This is sometimes hard to do because we might have done things that, in hindsight, we wish we did not - ignored red flags, allowed others to violate our boundaries, and gave our power away. It is essential to remind ourselves that we did the best we can with the knowledge and understanding we had at the time. Had we known better, we would have done better. It is, therefore, not constructive to blame ourselves for what we did not know.
I wrote about forgiveness previously, if you are interested, check out the article here.
7. Make A “He's Not So Great” List
“Love is supposed to lift you up, not hold you down. It is supposed to push you forward, not hold you back.” ― Suzy Kassem
Very often, after a breakup, all we can remember are the happy times and the best memories of our ex. This is an unbalanced view, so to balance things out, make a list of our ex and the relationship's shortcomings, keep it on our phone, and read it several times a day.
When we find ourselves recalling an idealized version of our ex, take out the list and reread it. This helps us remember that our ex was not perfect, and neither was the relationship.
8. Write a Love List
There is another list to write, the love list. This is where we list the qualities we would like to see in our ideal partner.
When I was younger, my focus had mostly stuff in the shallows - How a person looks and whether we have shared interest. As I've gotten older and gained more life experience, my list evolved. Now my list consists of qualities I look for, such as integrity, kindness, courage, what Martha Beck calls "The Core of Peace."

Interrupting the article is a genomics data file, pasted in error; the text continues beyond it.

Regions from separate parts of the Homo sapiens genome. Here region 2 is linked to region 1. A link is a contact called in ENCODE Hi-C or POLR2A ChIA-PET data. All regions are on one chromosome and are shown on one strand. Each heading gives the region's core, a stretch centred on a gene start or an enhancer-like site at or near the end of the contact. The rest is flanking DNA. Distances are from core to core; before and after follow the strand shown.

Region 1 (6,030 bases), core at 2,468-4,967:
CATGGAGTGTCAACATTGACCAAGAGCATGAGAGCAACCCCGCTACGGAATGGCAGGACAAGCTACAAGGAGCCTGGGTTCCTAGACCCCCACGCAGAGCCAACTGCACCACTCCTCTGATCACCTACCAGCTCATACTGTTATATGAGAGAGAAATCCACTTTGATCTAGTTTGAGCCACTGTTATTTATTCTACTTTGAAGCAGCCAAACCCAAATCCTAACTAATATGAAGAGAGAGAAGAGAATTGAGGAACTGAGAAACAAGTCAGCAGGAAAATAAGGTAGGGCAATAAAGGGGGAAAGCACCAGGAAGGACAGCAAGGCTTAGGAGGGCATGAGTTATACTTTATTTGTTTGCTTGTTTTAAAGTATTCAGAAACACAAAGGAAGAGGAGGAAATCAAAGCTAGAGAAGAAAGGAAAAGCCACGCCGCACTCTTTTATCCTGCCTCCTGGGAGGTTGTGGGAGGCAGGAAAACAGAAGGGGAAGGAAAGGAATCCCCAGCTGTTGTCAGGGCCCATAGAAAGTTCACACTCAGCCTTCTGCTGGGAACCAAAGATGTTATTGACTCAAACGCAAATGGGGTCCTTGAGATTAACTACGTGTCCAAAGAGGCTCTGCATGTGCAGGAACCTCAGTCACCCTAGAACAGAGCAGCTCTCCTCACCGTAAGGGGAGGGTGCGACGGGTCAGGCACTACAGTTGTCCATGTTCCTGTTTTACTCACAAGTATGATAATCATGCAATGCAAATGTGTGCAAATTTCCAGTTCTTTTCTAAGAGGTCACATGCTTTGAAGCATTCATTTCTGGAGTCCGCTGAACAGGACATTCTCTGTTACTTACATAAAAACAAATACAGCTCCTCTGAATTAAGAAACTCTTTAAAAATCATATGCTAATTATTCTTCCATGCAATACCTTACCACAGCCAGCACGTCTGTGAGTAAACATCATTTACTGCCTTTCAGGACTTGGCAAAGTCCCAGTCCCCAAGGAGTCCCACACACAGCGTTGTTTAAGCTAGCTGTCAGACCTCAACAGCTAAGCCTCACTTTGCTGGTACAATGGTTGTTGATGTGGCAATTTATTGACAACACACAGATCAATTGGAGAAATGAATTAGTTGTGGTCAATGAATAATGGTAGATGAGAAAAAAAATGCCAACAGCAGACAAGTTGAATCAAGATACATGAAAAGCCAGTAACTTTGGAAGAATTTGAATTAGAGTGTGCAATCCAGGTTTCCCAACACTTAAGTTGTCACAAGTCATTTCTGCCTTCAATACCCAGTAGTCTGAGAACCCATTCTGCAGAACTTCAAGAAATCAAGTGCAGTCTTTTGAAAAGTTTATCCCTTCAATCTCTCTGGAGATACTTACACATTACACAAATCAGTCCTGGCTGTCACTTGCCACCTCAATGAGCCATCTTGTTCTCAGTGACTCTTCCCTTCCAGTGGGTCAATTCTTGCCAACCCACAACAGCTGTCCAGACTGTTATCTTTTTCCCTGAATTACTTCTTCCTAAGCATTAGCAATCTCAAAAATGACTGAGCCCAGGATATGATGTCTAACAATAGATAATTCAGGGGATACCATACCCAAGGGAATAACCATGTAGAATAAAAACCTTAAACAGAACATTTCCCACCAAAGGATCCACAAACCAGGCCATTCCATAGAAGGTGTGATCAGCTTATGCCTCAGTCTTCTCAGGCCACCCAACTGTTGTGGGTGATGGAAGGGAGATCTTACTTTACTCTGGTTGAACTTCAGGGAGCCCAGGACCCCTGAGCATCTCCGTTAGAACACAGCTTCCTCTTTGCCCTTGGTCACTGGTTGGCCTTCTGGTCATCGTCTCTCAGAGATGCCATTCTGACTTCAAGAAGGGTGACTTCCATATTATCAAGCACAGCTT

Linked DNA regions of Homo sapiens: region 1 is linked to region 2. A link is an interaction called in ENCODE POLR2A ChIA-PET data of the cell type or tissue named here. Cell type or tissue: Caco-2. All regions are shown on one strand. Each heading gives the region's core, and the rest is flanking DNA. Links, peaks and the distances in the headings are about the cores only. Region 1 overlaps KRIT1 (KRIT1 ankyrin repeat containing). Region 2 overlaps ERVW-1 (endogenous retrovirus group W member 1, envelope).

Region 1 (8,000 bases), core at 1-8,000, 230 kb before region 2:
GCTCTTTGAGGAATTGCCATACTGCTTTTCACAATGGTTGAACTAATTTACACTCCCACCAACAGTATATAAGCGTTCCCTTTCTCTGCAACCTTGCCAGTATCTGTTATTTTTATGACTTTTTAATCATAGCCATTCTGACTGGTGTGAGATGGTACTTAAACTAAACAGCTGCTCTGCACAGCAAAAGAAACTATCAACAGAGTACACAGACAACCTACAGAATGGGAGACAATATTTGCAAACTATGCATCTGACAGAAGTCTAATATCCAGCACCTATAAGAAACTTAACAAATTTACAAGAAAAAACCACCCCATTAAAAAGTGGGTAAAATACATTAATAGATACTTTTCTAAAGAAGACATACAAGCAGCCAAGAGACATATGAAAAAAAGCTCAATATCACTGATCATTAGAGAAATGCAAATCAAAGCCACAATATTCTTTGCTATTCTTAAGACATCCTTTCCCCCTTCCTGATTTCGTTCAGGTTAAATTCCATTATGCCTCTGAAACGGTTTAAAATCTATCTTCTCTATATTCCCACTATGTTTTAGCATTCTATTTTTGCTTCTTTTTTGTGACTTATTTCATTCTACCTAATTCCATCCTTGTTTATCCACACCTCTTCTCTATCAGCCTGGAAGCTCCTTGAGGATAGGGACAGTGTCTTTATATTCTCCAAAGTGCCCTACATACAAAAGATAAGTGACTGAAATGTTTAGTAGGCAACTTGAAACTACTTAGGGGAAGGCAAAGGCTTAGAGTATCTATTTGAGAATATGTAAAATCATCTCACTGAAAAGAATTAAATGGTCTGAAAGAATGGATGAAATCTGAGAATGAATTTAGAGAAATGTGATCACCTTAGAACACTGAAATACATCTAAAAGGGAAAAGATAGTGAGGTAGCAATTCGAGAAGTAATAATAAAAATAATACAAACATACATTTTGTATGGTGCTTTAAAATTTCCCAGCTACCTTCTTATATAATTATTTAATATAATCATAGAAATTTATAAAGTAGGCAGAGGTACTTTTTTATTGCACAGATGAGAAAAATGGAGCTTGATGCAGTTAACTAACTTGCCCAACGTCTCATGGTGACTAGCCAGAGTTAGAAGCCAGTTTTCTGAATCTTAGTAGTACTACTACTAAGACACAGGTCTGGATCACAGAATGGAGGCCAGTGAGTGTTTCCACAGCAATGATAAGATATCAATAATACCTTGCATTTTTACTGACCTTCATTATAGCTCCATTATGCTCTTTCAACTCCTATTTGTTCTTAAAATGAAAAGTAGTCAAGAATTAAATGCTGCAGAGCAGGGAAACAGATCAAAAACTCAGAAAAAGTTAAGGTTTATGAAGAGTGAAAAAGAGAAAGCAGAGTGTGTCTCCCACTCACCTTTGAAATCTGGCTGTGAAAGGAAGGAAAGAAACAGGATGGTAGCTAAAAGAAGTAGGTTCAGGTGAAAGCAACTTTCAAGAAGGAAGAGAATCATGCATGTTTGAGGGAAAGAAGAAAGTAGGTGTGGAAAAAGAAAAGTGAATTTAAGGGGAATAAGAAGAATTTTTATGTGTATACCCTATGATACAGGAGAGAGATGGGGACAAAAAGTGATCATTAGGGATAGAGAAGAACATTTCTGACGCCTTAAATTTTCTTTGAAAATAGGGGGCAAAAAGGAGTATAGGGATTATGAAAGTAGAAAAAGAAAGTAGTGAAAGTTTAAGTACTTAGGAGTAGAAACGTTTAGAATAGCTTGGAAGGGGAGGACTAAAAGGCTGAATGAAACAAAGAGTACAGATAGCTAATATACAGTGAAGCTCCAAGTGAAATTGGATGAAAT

If we're writing a list, it helps to think deeply about the personal characteristics we admire and write these down. Evaluate a date based on his innate qualities, so we are not distracted by shiny objects along the way.
It is also useful for us to measure ourselves against this list to see how many qualities we possess and work on improving areas of deficiency. Water seeks its own level - we increase our odds of attracting the ideal partner if we also hold these same values.
9. Start That Project
“Life is not about achieving the goals, life is about who you become in pursuit of those goals.” — Anthony Robbins
Is there a project we've always wanted to do but didn't have time? Start it, whether it's learning the piano, adopting a pet, or organizing a book club. We have a lot more time now that we are alone, so put it to good use!
Study shows that a reliable route to happiness is the successful pursuit of meaningful goals. People train for years to summit Everest, but nobody stands on the mountain top for more than a few minutes before heading back down again. It is the progress and becoming more than who we were yesterday that makes us happy.
"Was it hard?" I ask.
”Not as hard as holding on to something that wasn't real.”
― Lisa Schroeder
In counseling friends, a question I get a lot is, "How do I get my ex back?" Setting aside whether that's a good idea or not (read “These 4 Questions Will Help You Decide If It's Time To Leave a Relationship” if you’re trying to decide), the beauty of taking these steps is, they are the same steps to follow whether we want to move on or get our ex back.
By following these suggestions, we live our best life, and we succeed regardless.
You are loved,